John Dunford, Chair of Whole Education and former general secretary head of ASCL, identified in his blog this week the need for a school improvement ‘middle tier.’ For many schools, the middle tier of support has effectively disappeared. It is difficult to see how local authorities can now be expected to play a leading role in school improvement and the hugely successful London Challenge and City Challenge initiatives do not seem to fit with current government ideology.
The role of Teaching Schools will undoubtedly play a key role in school improvement. However, without an effective middle tier (the McKinsey research identified that the most successful schools systems all have an effective middle tier between central government and the school), who will signpost vulnerable schools to the appropriate support? Moreover, who will be helping these schools to identify their priorities? Leaving it until the Ofsted visit is simply too late.
The lack of a clear vision for the middle tier means that for Teaching Schools, deployment can be a real challenge. These outstanding schools are finding that it is increasingly important to have a clear and effective marketing strategy, in order to ensure that their ‘offer’ is communicated effectively.
I was recently asked to design a poster for an upcoming event for the London Leadership Strategy and I thought it would be a nice idea to share the process from beginning to end with a short video…
Talking through the process
Upon reading the brief it was evident that the challenge here was the amount of textual content to fit while making the keynote speakers stand out without making it look too busy!
We had already established a strong brand recognition with the London Leadership Strategy and using their primary font (Franchise Bold) and their established colour palette (red’s and greens) I set about sketching a few ideas on my notepad before loading up Adobe Illustrator to begin the layout process.
Sir Michael Wilshaw HMCI recently stated that inspection teams would use the school website as a means of collecting important information about the school prior to inspectors arriving. Quite simply, if schools want Ofsted to know what they do, it will have to be on the website.
Inspectors will expect websites to offer information on a variety of areas including:
· School development plan
· SEF or some form of evaluation document
· School timetable
· Detailed calendar of school events
It is evident from the new Ofsted inspection framework, that the school website will now play a crucial role in ensuring inspectors receive the necessary information to support their judgements. The school website is now the first port of call for all inspection teams, so it is essential that the website makes an outstanding first impression and fully reflects the life of the school.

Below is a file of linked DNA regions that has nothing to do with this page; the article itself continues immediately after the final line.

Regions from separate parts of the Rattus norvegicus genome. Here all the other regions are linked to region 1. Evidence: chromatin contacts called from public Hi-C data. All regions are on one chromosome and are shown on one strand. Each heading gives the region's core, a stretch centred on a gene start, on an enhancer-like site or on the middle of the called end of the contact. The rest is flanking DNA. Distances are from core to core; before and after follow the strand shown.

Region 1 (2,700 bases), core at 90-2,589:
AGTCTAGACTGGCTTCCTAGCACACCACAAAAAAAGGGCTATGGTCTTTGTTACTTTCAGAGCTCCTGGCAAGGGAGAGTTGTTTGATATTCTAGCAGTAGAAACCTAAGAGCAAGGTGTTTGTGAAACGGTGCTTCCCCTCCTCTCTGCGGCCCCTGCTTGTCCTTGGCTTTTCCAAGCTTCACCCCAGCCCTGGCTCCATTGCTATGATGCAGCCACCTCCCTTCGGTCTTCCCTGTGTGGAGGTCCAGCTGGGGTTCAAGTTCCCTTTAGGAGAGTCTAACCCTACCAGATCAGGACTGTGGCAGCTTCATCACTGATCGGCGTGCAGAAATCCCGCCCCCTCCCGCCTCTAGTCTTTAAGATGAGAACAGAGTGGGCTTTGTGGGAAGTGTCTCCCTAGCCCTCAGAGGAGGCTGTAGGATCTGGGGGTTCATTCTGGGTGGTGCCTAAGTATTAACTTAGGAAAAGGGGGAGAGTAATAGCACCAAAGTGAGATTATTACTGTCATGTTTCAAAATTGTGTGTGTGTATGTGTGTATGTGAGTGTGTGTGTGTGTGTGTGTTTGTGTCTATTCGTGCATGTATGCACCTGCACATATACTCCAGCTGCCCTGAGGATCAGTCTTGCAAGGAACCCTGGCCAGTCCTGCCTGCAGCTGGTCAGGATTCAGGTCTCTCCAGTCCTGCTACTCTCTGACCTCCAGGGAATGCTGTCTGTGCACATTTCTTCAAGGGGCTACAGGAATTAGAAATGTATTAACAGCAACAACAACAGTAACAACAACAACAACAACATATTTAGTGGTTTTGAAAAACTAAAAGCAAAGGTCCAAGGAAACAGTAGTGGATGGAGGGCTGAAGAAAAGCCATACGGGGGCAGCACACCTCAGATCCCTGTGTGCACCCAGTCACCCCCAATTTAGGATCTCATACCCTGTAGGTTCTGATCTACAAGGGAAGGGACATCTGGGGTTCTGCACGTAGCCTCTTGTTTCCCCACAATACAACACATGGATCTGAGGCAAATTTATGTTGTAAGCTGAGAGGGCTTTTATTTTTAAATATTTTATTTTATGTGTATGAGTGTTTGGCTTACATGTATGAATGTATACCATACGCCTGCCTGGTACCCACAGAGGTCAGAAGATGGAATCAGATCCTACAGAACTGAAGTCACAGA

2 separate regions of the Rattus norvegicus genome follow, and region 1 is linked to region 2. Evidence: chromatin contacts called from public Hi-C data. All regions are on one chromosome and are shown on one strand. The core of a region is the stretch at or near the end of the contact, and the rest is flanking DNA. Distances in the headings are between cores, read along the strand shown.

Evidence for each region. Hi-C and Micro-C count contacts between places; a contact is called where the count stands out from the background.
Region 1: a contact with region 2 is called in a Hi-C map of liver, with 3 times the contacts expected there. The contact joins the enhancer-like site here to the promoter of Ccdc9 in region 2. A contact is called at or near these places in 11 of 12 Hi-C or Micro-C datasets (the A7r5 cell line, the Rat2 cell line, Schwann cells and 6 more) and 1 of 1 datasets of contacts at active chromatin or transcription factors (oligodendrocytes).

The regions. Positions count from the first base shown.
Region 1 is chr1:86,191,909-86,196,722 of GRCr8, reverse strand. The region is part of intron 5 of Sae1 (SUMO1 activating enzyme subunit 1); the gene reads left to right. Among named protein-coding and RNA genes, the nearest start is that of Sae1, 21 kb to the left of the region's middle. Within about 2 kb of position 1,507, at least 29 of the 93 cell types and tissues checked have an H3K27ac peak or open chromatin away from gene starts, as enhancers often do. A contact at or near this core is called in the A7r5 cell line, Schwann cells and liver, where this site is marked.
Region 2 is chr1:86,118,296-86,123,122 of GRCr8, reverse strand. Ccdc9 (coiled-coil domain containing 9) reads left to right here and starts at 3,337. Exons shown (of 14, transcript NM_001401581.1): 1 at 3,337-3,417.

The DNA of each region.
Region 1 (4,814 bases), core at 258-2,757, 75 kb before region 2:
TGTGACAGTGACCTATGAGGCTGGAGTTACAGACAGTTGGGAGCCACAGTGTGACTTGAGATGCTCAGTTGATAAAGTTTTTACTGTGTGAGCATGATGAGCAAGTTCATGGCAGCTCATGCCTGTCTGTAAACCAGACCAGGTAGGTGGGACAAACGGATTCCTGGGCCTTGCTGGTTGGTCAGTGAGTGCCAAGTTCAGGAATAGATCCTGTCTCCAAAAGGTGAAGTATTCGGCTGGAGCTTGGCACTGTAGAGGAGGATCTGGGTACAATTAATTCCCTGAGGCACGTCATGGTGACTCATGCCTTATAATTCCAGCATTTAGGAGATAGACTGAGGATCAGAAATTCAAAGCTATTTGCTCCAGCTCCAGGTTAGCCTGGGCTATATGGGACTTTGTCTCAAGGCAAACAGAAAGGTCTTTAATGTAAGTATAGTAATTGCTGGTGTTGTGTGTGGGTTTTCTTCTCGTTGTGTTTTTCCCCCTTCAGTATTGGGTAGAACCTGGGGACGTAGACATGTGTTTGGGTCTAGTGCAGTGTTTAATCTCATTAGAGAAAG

The Panda Media team arrived at Brunswick Park as they spent the week shooting video and photography of the school.
The style I like to shoot when visiting schools is reportage. You know the style, basically where I tell the classes to pretend I’m not here as I move quietly around the room. This works on many levels, it’s minimum disruption for the class and it’s pupils but it’s the most natural way of capturing the essence of the school.
“These look really brilliant, so clean many thanks ” - Peter White, Head teacher at Brunswick Park
But not only that I get to spend a fair bit of time observing the teachers and their pupils ‘at work’ and I’m so impressed with the dedication shown by teachers and the great respect back they receive from their pupils. That was never more evident then when I visited Brunswick Park Primary for the week, an inner city school boasting 32 ethnic groups and I was simply overwhelmed by the manner in which the kids embraced their schooling life.
Where as the videoing is very much reportage, the photography shoot was anything but. There is something really simplistic and beautiful about photographing the pupils on a white background. The emphasis is to really show of the vibrancy of the schools and it’s skills, and in the process the kids have great fun posing. The results speak for themselves.
On 3rd November, the London Leadership Strategy launched its first cross-phase event to outline its strategy for 2011/2012.
Over one hundred headteachers attended a central London venue, sharing their recent experiences and contributing to the future work and planning of the LLS.
The Secretary of State for Education, Michael Gove, spoke highly of the work of London Schools and particularly the work of London Challenge and the LLS. He also complimented the Panda Media video, describing it as ‘excellent.’
The LLS commissioned Panda Media to take photographs of the day. It was the first opportunity to see the full impact of the LLS branding which included video, business cards, powerpoint template and flyers.
Here are a collection of images from the day: